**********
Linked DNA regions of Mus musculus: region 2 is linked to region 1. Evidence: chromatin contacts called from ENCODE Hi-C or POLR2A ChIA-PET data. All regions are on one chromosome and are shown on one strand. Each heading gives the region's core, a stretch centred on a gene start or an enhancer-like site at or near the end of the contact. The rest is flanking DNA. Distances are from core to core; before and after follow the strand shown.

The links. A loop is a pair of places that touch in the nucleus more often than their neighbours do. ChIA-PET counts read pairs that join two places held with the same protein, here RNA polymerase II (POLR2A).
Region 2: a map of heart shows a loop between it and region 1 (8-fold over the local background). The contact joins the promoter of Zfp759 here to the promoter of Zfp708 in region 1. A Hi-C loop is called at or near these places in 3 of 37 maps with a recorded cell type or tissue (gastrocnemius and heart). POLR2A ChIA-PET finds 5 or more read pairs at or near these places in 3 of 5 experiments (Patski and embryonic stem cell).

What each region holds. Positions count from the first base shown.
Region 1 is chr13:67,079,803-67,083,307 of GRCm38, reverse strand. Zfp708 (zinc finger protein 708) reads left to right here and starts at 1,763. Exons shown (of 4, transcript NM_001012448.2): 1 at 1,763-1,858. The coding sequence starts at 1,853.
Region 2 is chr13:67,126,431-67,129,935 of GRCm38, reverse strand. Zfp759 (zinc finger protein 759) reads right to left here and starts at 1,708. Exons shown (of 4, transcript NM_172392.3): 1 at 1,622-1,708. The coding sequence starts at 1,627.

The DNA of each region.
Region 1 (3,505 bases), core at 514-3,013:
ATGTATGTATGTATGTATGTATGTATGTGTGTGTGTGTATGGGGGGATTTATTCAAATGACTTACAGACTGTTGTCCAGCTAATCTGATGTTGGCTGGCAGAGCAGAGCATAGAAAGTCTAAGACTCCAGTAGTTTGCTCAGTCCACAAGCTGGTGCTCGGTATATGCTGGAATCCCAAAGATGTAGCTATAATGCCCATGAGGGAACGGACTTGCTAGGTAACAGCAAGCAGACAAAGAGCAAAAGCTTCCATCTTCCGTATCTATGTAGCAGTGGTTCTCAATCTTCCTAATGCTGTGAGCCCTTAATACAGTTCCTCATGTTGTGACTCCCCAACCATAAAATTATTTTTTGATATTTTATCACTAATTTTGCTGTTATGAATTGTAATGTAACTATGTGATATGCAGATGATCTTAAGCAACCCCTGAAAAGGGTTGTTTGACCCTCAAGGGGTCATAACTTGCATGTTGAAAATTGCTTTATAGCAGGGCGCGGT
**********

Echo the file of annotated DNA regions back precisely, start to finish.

Linked DNA regions of Mus musculus: region 2 is linked to region 1. Evidence: chromatin contacts called from ENCODE Hi-C or POLR2A ChIA-PET data. All regions are on one chromosome and are shown on one strand. Each heading gives the region's core, a stretch centred on a gene start or an enhancer-like site at or near the end of the contact. The rest is flanking DNA. Distances are from core to core; before and after follow the strand shown.

The links. A loop is a pair of places that touch in the nucleus more often than their neighbours do. ChIA-PET counts read pairs that join two places held with the same protein, here RNA polymerase II (POLR2A).
Region 2: a map of heart shows a loop between it and region 1 (8-fold over the local background). The contact joins the promoter of Zfp759 here to the promoter of Zfp708 in region 1. A Hi-C loop is called at or near these places in 3 of 37 maps with a recorded cell type or tissue (gastrocnemius and heart). POLR2A ChIA-PET finds 5 or more read pairs at or near these places in 3 of 5 experiments (Patski and embryonic stem cell).

What each region holds. Positions count from the first base shown.
Region 1 is chr13:67,079,803-67,083,307 of GRCm38, reverse strand. Zfp708 (zinc finger protein 708) reads left to right here and starts at 1,763. Exons shown (of 4, transcript NM_001012448.2): 1 at 1,763-1,858. The coding sequence starts at 1,853.
Region 2 is chr13:67,126,431-67,129,935 of GRCm38, reverse strand. Zfp759 (zinc finger protein 759) reads right to left here and starts at 1,708. Exons shown (of 4, transcript NM_172392.3): 1 at 1,622-1,708. The coding sequence starts at 1,627.

The DNA of each region.
Region 1 (3,505 bases), core at 514-3,013:
ATGTATGTATGTATGTATGTATGTATGTGTGTGTGTGTATGGGGGGATTTATTCAAATGACTTACAGACTGTTGTCCAGCTAATCTGATGTTGGCTGGCAGAGCAGAGCATAGAAAGTCTAAGACTCCAGTAGTTTGCTCAGTCCACAAGCTGGTGCTCGGTATATGCTGGAATCCCAAAGATGTAGCTATAATGCCCATGAGGGAACGGACTTGCTAGGTAACAGCAAGCAGACAAAGAGCAAAAGCTTCCATCTTCCGTATCTATGTAGCAGTGGTTCTCAATCTTCCTAATGCTGTGAGCCCTTAATACAGTTCCTCATGTTGTGACTCCCCAACCATAAAATTATTTTTTGATATTTTATCACTAATTTTGCTGTTATGAATTGTAATGTAACTATGTGATATGCAGATGATCTTAAGCAACCCCTGAAAAGGGTTGTTTGACCCTCAAGGGGTCATAACTTGCATGTTGAAAATTGCTTTATAGCAGGGCGCGGT